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There were quite a bit of new merchants ships build in 30's and there were a big incentive for them: diesel engines were starting to be viable.

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RE: Allied Troopships of WW2 - 9/23/2019 3:54:41 AM   
BBfanboy


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quote:

ORIGINAL: Dili

There were quite a bit of new merchants ships build in 30's and there were a big incentive for them: diesel engines were starting to be viable.

Was that in the US? From what I have seen in the British/Canadian theatre there was a shortage of good merchant ships and the shipbuilding industry was starving (except for naval ships in Britain to counter the new ships being built by Germany and Italy).

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RE: Allied Troopships of WW2 - 9/23/2019 4:31:22 AM   
Dili

 

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No dieasels were more in Europe, US was late to the diesel.

The Clan series was all build in late 30's, but those were no diesel. Port Chalmers, Halifax and other 2 i think were diesels and i have seen recently any British ships with diesels. but obviously the War put a big strain and there was needed more ships. There were several liners also build in 30's.
French German and Italians went fast for diesels due to lack of oil own sources. Diesel is much more economical than a triple expansion and turbines.

Since i am on a roll on merchant stuff you can get ONI 208 here, it has nationality and year date in the document list. https://archive.org/details/MerchShipRecogManual

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RE: Allied Troopships of WW2 - 9/23/2019 7:18:40 AM   
Ian R

 

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I remember reading somewhere (possibly on here) that when building of merchant hulls was expanded during WW1, they went for the tried and tested reciprocating engines instead of then the then new-fangled turbines. The manufacturers just weren't tooled up for the new technology stuff.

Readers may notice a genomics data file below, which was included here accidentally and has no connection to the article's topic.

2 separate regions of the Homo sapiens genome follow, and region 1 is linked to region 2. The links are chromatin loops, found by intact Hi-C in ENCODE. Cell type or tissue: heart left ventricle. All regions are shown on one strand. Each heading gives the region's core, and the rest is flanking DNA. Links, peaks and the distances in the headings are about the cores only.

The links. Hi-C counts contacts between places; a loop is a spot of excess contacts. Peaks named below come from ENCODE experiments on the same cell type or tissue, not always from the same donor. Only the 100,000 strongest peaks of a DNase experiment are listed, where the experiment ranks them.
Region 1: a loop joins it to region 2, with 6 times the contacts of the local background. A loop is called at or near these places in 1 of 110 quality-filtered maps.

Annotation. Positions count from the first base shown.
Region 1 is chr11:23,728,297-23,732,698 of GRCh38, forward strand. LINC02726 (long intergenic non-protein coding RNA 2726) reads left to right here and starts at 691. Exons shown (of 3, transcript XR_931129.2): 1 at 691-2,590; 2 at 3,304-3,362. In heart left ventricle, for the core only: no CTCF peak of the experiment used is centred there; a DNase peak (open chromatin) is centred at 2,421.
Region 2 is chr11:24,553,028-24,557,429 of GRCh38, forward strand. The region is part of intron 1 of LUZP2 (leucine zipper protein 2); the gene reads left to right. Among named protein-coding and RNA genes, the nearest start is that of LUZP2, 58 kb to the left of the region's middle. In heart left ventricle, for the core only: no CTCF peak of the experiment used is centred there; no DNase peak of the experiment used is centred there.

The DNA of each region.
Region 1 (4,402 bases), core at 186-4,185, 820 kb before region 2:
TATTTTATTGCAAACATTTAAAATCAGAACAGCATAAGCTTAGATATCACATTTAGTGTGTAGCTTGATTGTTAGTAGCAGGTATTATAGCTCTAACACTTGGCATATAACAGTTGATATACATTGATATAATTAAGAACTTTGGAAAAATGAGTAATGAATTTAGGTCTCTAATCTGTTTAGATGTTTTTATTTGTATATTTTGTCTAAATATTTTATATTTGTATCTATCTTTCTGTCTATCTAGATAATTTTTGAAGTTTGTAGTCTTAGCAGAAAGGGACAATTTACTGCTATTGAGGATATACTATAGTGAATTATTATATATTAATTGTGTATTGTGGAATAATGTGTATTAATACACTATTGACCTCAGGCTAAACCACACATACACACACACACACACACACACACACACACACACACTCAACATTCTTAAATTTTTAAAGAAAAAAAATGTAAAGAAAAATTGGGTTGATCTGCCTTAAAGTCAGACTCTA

Eventually the EFC set up Hog Islander production, with the new design featuring oil fired turbines - too late for WW1.

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RE: Allied Troopships of WW2 - 9/23/2019 2:59:17 PM   
Gridley380


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quote:

ORIGINAL: Dili

Since i am on a roll on merchant stuff you can get ONI 208 here, it has nationality and year date in the document list. https://archive.org/details/MerchShipRecogManual


Nice! I've never seen that one available before. Thanks!

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RE: Allied Troopships of WW2 - 9/23/2019 3:17:42 PM   
BBfanboy


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quote:

ORIGINAL: Ian R

I remember reading somewhere (possibly on here) that when building of merchant hulls was expanded during WW1, they went for the tried and tested reciprocating engines instead of then the then new-fangled turbines. The manufacturers just weren't tooled up for the new technology stuff.

Eventually the EFC set up Hog Islander production, with the new design featuring oil fired turbines - too late for WW1.


Britain used oil-fired turbines in the Queen Elizabeth class BBs, but reverted to standard coal fired reciprocating engines for the R class BBs because the government felt the shipyards/engine manufacturer had overcharged for the turbine engines and Britain did not have easy access to oil fuel. I wouldn't be surprised if heat resistant metals like tungsten and titanium were also in short supply for making turbine blades. Nascent technology always has its growing pains and starts out expensive.